Sadistik is not just another rapper, he is an artist in the deepest sense of the word. Hailing all the way from the scenic gloom of Seattle, Washington, Sadistik has quickly gained the hearts and ears of listeners by opting for a more personal and heartfelt brand of music by carefully circumventing the limiting cliches of rap music --- all before the age of 25. By combining caustic honesty, lyrical wit and technical innovation, Sadistik has crafted a sound that he can truly call his own. His lyrical endeavors are not without the help of some of the most talented producers in the underground scene, however, as he has worked predominantly with Portland-based instrumentalist Emancipator. In addition to their work together, Sadistik has meshed his sounds with the likes of the prolific duo Blue Sky Black Death as well as Chicago native Kid Called Computer. From his work with such talented multi-instrumentalist producers, Sadistik has created a signature of unpredictable and complex song structures draped with densely layered combinations of intricate sample work and live instruments. Sadistik's collaborations are not limited only to the powerhouses of the instrumental scene, however, but also some of underground rap's most revered wordsmiths such as Eyedea, Cage, Mac Lethal and Sage Francis, to name a few.

In 2008 Sadistik made his name with the provocatively fearless debut album "The Balancing Act." This record has been heralded by many critics as "hip hop's answer for winter albums" (SputnikMusic.com) for its fearlessly emotional potency because "after you are done listening to [it] you feel as though you have the world's strongest drug in your veins." When this sound was combined with the collaborations with Rhymesayers recording artist Mac Lethal and Vast Aire from Cannibal Ox fame, it becomes clear why so many have considered this to be an underground classic. Following the release of "The Balancing Act" was the release of the music video for the single titled "Searching for Some Beautiful" which was accepted by MTVu and well-received by fans and new listeners alike.

Following the success of "The Balancing Act" was 2010's operatic opus "The Art of Dying" with Chicago-bred producer Kid Called Computer. Again displaying his relentless knack to stray from rap music's norms, Sadistik and Kid Called Computer opted to create a conceptually unique album more akin to progressive rock than what is accepted as hip-hop with "beautifully married gloomy progressions with [...] gorgeous chaos in the music" (RapReviews.com). Whether it be the grandiose live rock crescendo of "Save Yourself" or the nearly 8 minute epic tale of school violence in "Bed of Flowers," Sadistik showed that he was not aiming to meet expectations but to shatter them into as many pieces as possible with a sound that "goes inside of you and eats it's way out from the inside [...] by being beautiful and painful at the same time" (GutsandGrog.com).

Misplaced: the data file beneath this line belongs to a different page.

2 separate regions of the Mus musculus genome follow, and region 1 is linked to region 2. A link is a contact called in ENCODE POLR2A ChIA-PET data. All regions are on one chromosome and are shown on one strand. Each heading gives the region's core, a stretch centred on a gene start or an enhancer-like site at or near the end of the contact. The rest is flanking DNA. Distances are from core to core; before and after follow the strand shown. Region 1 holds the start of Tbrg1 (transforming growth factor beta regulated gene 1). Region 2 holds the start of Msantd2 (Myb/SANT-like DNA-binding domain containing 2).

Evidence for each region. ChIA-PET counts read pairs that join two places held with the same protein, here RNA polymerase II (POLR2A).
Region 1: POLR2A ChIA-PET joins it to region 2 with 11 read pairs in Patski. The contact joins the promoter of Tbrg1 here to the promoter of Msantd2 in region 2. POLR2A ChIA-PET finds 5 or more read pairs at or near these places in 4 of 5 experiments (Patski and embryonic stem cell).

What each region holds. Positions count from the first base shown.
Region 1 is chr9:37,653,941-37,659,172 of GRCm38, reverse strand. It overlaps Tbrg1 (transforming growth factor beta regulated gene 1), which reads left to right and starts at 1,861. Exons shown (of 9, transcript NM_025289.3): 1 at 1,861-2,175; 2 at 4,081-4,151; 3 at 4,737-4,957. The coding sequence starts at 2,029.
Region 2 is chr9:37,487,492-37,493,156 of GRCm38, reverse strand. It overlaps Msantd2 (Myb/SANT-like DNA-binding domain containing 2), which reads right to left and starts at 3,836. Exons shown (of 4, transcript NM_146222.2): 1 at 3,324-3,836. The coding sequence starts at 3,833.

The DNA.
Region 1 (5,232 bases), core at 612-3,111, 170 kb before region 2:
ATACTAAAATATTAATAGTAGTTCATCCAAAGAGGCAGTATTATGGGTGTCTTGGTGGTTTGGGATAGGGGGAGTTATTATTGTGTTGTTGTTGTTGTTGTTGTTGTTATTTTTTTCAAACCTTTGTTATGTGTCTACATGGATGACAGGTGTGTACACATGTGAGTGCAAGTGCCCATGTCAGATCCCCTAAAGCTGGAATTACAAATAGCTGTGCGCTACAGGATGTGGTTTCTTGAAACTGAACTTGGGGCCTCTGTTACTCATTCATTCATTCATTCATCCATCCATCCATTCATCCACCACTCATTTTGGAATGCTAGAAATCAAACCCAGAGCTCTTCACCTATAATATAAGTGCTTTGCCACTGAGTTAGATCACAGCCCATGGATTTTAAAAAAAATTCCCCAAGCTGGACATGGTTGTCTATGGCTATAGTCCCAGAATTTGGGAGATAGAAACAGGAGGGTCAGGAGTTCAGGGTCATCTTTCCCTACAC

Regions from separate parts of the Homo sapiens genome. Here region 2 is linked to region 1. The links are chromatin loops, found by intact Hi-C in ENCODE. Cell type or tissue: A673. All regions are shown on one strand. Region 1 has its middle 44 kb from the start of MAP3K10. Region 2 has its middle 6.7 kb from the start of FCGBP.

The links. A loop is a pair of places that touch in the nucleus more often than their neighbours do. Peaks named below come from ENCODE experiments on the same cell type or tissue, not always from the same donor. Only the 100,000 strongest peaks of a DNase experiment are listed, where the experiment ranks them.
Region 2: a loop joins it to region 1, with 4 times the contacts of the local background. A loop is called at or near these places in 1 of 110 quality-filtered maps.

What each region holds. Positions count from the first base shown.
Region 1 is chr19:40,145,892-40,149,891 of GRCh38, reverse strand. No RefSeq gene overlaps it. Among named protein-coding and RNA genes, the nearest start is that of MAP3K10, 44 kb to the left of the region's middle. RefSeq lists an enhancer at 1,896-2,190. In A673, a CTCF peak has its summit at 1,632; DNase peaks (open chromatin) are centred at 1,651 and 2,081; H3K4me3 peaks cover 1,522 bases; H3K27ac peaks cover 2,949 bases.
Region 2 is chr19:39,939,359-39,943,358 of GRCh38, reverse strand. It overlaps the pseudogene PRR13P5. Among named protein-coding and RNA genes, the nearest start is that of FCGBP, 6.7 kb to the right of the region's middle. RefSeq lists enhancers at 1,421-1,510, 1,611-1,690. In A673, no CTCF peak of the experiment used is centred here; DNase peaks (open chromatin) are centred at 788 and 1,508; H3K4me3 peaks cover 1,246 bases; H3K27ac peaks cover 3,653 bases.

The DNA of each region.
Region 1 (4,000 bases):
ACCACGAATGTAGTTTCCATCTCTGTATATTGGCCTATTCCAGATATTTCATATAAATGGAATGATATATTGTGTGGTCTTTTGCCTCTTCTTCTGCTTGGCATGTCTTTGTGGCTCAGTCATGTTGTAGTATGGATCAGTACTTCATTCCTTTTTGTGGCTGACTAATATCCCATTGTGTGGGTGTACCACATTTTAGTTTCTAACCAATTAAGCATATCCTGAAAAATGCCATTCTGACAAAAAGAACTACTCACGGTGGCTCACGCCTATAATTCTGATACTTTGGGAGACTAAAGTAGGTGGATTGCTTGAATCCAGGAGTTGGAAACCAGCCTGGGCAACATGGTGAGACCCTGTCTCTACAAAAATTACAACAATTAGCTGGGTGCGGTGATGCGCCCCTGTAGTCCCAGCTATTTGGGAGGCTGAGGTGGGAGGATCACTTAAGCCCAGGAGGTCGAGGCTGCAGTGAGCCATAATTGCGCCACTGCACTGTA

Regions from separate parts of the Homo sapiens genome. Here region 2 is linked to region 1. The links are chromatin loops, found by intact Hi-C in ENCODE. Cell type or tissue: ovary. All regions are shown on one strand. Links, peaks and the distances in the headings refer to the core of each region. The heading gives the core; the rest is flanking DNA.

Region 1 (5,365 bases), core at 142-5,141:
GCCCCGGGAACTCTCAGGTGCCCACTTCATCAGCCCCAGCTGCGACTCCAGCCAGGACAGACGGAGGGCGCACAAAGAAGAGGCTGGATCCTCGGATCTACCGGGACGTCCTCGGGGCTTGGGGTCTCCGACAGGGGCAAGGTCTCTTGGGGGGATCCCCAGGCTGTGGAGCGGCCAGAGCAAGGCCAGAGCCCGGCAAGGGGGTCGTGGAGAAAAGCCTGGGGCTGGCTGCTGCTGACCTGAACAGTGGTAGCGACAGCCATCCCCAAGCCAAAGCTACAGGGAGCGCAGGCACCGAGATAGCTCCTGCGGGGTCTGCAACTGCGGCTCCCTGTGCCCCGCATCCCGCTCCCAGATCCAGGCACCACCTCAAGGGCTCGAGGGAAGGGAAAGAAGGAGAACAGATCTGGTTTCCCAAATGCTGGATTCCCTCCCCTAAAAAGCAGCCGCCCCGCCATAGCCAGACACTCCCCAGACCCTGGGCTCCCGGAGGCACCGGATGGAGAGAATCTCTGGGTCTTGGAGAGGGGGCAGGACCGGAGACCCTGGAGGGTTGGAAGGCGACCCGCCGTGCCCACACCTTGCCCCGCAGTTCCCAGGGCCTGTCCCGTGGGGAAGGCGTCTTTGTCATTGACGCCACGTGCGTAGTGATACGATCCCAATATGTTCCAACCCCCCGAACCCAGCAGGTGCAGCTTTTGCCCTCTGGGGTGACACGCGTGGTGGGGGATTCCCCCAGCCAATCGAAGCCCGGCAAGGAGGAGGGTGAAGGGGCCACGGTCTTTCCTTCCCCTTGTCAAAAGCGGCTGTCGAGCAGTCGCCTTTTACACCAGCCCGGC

Sadistik's efforts are not limited to recordings, however, as he can be found performing his intimate yet intensely energetic shows around his home of Seattle and around various cities in the United States as well as internationally. In 2011 alone, Sadistik has independently toured in nearly every region of The United States as well as nine countries in Europe including: Germany, Switzerland, Denmark, France, and Austria. Sadistik has also shared the stage with hip hop icons such as: Tech N9ne, Slaughterhouse, Bone Thugs N Harmony, D12, Cage, Eyedea & Abilities, The Grouch, Zion I, etc.

Currently, Sadistik is as busy as ever juggling multiple projects that are slated to be released within the next yea, including a full album with Emancipator, a solo album, an EP with Minnesota's Kristoff Krane and penning his first poetry book.

Nemo Achida

Static, stagnant and suffocatingly repetitive is the breeze that flows throughout the music world. Here to free us from that commercialized smog is Nemo Achida, a Lexington, Kentucky based, 24 year old, MC and Producer. In the last four years, Nemo has released 12 stellar projects (Elevator Music, Vibrations, North Star, Climax Shxt, Digital Dan, Goodbye Brooklyn EP, Goodbye Brooklyn Extended LP, Nemotional, Conversations with Myself, Climax Shxt II, Midnight Magic and most recently Midnight Magic Extended), had his song 'Memories' selected by Talib Kweli for his ‘BlackSmith Community Mixtape’ hosted by Mick Boogie and toured cross country alongside independent stalwart Blu where they performed for sold out crowds in Brooklyn, Atlanta, Seattle, Fresno and Los Angeles
Nemo Achida's work ethic and progressive sound landed him on Grammy Award winning producer 88-Keys' (Jay-Z, Kanye West, Talib Kweli, Mos Def, Bilal) Locksmith Music imprint and with manager Mic Sean. It was following his signing that Nemo Achida released his critically acclaimed ‘Goodbye Brooklyn EP’ and was then name checked by celebrated author Jack McCallum in his New York Times bestseller ‘Dream Team’ as an example of the 1992 Dream Team’s continued relevancy in the 21st century. McCallum wrote, "Consider this: The name of (John) Stockton, a buttoned-down point guard, is on a track by rapper Nemo Achida." An excerpt of ‘Dream Team’, including the portion mentioning Nemo was featured in the July 2012 issue of Sports Illustrated.
With each new release, Nemo Achida continues to increase his online footprint with a constant presence on high traffic sites like Complex.com, 2DopeBoyz.com, OnSmash.com, KevinNottingham.com, RubyHornet.com, XXLMag.com, TheSource.com, MassAppeal.com and more. 88-Keys and Nemo Achida are now set to debut their collaborative Ep 'Conversation with 88', featuring the recently released, BJ The Chicago Kid assisted single ‘Hands On’ alongside other originals and remixes all produced by 88-Keys himself.

Follow Nemo Achida at www.twitter.com/NemoAchida, www.facebook.com/BruhNemo for more information. For booking contact mic.sean@thehighendagency.com.

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CunninLynguists with J-Live, Sadistik, Nemo Achida

Monday, April 14 · 9:00 PM at The Palace (Missoula)